There are worrying signs for companies that are looking to leverage autonomy in the transportation of people. Sam Abuelsamid points to a survey recently conducted by IBM Institute for Business Value that shows just how drastically people’s expectations have changed due to Covid-19. For instance, 47% of the 14,000 people interviewed said they would use a private car exclusively in a post-Covid-19 world. This is not only worrying environmentally but also economically for companies like Uber and Lyft and their thousands of drivers. These companies are already struggling with respect to their business model. Now they may have to pivot towards an area that is already seeing growth from Covid-19 worries: online shopping and goods deliveries.[1-3]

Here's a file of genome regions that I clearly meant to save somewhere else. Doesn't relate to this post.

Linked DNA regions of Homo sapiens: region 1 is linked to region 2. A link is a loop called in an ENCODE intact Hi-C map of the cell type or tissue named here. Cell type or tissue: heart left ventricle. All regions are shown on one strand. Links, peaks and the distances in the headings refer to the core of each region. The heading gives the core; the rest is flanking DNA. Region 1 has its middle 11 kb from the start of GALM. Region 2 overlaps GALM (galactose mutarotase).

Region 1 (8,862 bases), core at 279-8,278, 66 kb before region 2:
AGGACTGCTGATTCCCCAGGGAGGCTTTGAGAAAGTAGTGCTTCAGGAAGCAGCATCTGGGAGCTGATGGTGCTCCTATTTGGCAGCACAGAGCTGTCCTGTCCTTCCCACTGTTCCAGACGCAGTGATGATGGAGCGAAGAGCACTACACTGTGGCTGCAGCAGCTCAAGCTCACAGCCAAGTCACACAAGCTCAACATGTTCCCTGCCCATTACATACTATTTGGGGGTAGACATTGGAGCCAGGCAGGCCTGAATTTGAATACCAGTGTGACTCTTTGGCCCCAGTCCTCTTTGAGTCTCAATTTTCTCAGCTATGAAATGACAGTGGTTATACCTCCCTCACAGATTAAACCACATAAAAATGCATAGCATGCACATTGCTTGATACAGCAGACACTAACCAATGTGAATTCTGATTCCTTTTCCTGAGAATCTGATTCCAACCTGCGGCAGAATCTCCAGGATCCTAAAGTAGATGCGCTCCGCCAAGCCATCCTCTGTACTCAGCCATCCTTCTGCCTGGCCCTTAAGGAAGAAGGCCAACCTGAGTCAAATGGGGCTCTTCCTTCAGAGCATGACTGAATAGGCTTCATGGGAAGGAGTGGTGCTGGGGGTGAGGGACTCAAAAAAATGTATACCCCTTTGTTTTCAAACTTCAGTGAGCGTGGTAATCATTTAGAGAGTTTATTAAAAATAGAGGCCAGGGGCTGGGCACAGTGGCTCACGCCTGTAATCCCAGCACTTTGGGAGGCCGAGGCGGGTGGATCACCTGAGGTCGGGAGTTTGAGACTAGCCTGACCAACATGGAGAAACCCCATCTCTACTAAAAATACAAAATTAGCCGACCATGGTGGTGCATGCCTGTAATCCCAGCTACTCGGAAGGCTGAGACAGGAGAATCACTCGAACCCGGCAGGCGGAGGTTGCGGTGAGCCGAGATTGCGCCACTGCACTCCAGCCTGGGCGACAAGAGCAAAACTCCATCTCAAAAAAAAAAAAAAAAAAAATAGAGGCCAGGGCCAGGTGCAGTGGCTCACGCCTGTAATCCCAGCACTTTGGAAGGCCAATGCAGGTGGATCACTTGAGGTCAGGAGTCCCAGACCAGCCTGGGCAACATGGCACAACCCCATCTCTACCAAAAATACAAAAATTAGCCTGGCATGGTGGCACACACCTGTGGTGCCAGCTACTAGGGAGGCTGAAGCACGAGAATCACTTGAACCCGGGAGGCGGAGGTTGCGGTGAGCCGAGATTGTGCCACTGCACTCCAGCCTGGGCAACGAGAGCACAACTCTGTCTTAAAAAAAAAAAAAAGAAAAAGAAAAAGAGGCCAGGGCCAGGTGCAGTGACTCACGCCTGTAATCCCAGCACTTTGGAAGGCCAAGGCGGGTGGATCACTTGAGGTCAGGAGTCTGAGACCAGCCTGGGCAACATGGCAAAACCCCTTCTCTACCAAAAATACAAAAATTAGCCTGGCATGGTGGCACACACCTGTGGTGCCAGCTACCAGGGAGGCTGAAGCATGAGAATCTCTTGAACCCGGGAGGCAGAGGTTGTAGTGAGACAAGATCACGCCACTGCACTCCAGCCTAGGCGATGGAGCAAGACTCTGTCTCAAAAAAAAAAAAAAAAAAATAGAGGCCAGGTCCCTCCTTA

There is no doubt that autonomous vehicles hold a lot of promise. They are also ridiculously difficult to achieve. Covid-19’s impact on the hopes of the transportation industry appears, at the least, to be shifting the focus toward goods delivery instead of moving people. This may be a blessing in disguise. Safety and ethics considerations for small delivery robots are easier to address than heavy, fast-moving, full-sized vehicles. The technical challenges, however, are similar. This means it might be quicker to develop full autonomy on the small scale of a delivery robot and then apply those solutions to larger vehicles in the future.
Written by Joshua Bronson, RISE.
2. 2020-04-07. Einride’s autonomous pod trucks now schlepping around Sweden
3. 2020-05-06. Delivery robots can save jobs and lives